Video: Dav Pilkey, the creator of Captain Underpants, stars in a banned books week video. When one of my seventh-grade students tell me they want to do a report on this book, I groan and tell them to choose one with more challenging vocabulary. BUT I would NEVER tell them they can’t read it on their own time. http://www.mediabistro.com/galleycat/dav-pilkey-stars-in-a-banned-books-week-video_b90729

  1. It’s hard to take this stuff seriously. Don’t quite get book banning. Parents should monitor what their kids read, not deny everyone the ability to read it. Sigh.

    1. That’s my view, too, Kate. If you don’t like it, don’t read it. Parents can decide what they want their children to read. But they don’t have the right to decide that for everyone else.

  2. I would ask for a ban on all book banning and those that demand the banning, Judy, but in general principal, I think banning is bad. Would Pooh say it something like that, my friend?

  3. Thank you for giving us the latest buzz on banned books, most of which sounds bizarre to me. I have to wonder whether aeons ago some fools wanted to ban Aesop because animals talked in his storybooks. Even animals talk in the Bible; e. g., Balaam’s donkey. Oh, vey!

  4. I heard the story about poor Pooh the other day. I am totally against book banning. I’ve never understand parents and school boards that ban books. To me, that means they are against knowledge. Isn’t it better to read the books and discuss them? Ugh!

      1. Merril … When our ‘grands’ were here for Thanksgiving, I re-read one of the Treehouse books – the one where they go to the Amazon. Yes, it is fun to rediscover these books. I re-read “Treasure Island” this past month as well. Great fun!

  5. 1st world problems Judy. Some people have too much time on their hands and come up nonsense. In the words of Pooh:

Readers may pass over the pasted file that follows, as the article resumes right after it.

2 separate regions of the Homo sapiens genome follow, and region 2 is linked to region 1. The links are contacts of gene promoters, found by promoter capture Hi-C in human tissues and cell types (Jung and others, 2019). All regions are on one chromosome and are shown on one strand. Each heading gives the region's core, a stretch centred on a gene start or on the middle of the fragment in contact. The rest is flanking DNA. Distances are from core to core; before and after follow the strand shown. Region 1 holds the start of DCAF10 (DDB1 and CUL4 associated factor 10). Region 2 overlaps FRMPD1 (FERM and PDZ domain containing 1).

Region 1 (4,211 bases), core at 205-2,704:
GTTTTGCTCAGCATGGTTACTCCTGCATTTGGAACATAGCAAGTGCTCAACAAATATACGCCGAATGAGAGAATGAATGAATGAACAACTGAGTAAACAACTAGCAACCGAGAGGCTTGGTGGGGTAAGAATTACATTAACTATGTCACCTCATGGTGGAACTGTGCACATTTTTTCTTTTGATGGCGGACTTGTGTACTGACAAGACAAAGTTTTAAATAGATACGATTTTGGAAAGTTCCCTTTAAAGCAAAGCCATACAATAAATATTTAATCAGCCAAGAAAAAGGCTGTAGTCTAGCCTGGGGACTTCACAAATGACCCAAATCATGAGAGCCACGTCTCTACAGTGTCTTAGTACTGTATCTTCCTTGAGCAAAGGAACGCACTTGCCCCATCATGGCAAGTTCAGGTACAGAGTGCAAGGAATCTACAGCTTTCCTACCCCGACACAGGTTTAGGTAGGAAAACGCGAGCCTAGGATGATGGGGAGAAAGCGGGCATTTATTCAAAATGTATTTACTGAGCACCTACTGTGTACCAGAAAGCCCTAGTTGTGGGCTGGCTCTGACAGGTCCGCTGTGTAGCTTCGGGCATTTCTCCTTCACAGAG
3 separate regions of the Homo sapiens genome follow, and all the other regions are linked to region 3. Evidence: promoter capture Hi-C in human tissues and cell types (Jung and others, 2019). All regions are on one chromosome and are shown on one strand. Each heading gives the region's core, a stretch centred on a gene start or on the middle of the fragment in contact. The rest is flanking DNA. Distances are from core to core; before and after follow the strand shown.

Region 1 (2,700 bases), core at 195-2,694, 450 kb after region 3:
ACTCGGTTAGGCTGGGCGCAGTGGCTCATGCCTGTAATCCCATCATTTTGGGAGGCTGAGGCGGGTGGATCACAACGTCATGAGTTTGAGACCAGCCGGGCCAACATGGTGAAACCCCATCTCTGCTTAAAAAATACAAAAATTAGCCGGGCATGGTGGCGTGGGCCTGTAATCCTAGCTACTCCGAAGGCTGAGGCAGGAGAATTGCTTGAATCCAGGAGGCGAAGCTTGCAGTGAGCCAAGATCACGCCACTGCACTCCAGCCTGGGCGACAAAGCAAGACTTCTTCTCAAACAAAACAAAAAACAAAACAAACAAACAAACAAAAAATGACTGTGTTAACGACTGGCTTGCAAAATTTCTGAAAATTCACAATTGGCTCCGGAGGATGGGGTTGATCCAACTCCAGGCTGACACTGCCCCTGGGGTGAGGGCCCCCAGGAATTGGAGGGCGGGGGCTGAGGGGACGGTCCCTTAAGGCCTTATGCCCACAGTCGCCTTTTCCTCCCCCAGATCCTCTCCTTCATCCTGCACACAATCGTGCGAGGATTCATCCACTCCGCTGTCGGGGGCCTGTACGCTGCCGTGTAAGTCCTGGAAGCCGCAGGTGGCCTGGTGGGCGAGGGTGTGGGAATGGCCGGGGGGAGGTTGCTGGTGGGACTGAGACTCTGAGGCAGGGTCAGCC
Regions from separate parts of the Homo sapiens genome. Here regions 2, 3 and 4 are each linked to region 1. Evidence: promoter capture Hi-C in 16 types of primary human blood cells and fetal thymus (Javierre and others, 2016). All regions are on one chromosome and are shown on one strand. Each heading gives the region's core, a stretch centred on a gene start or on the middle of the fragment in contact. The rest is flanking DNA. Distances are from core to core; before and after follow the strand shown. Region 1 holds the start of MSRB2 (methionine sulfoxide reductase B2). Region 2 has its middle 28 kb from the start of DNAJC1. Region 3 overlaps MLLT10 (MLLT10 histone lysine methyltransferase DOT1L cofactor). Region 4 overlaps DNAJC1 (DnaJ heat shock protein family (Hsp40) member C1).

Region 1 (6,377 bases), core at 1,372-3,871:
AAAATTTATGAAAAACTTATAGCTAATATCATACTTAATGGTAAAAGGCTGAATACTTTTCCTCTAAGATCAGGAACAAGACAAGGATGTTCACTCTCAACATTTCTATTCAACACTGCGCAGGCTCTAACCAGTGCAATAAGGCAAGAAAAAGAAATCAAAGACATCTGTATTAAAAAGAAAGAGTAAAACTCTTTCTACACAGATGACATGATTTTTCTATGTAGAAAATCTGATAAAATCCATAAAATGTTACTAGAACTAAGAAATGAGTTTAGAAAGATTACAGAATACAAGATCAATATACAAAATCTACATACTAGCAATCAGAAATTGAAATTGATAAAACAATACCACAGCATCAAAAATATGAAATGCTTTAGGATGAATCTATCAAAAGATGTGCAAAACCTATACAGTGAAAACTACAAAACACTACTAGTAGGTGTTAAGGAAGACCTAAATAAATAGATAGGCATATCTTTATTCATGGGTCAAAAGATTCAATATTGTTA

“When you are a Bear of Very Little Brain, and you Think of Things, you find sometimes that a Thing which seemed very Thingish inside you is quite different when it gets out into the open and has other people looking at it.”
    ― A.A. Milne, Winnie-the-Pooh 😉

    Diana xo

  6. Oh, Judy, I remember when a high school student thought she’d get a lot of attention–and she loved getting any kind of attention–showed up in a VERY short tee-shirt dress. It barely covered where normal underpants would end, and beneath it she wore flesh-colored pants. When the hall monitor asked if she forgotten something and should go home and find it, her reply was this:
    “If Pooh can get away with it, so can I.”
    I’m sure Milne would be doing eye rolls…

    1. Marilyn … I doubt she would be comfortable wearing that outfit walking in the wintry woods as Pooh does. Did the school send her home to change? Ours provides very ugly brown T-shirts to dress code violators. I’m not sure if it also provides slacks. 😉

      1. I think my own children when teenagers said there were some kind of huge shirts that had the school logo on them, which unfortunately made them rather popular to wear! I do think it is important for students to follow a decent clothing dress code, Judy! This is funny, though, that a high school student would even think about Pooh!

    1. They are a scary bunch, Barbara. The rebel in me objects to having someone else decide for me what is “safe.” This reminds me of the mob scene in Rod Serling’s “Monsters Are Due on Maple Street.” (That was his shot at the McCarthy hearings during the Cold War.)

  7. Judy there will always be extremists who want to do this and luckily MOST people in this crazy world can think for themselves and also make that decision if the content is appropriate for their children. Why do we need someone else making these decisions for us? Love the quote.

    “Some people talk to animals. Not many listen though. That’s the problem.”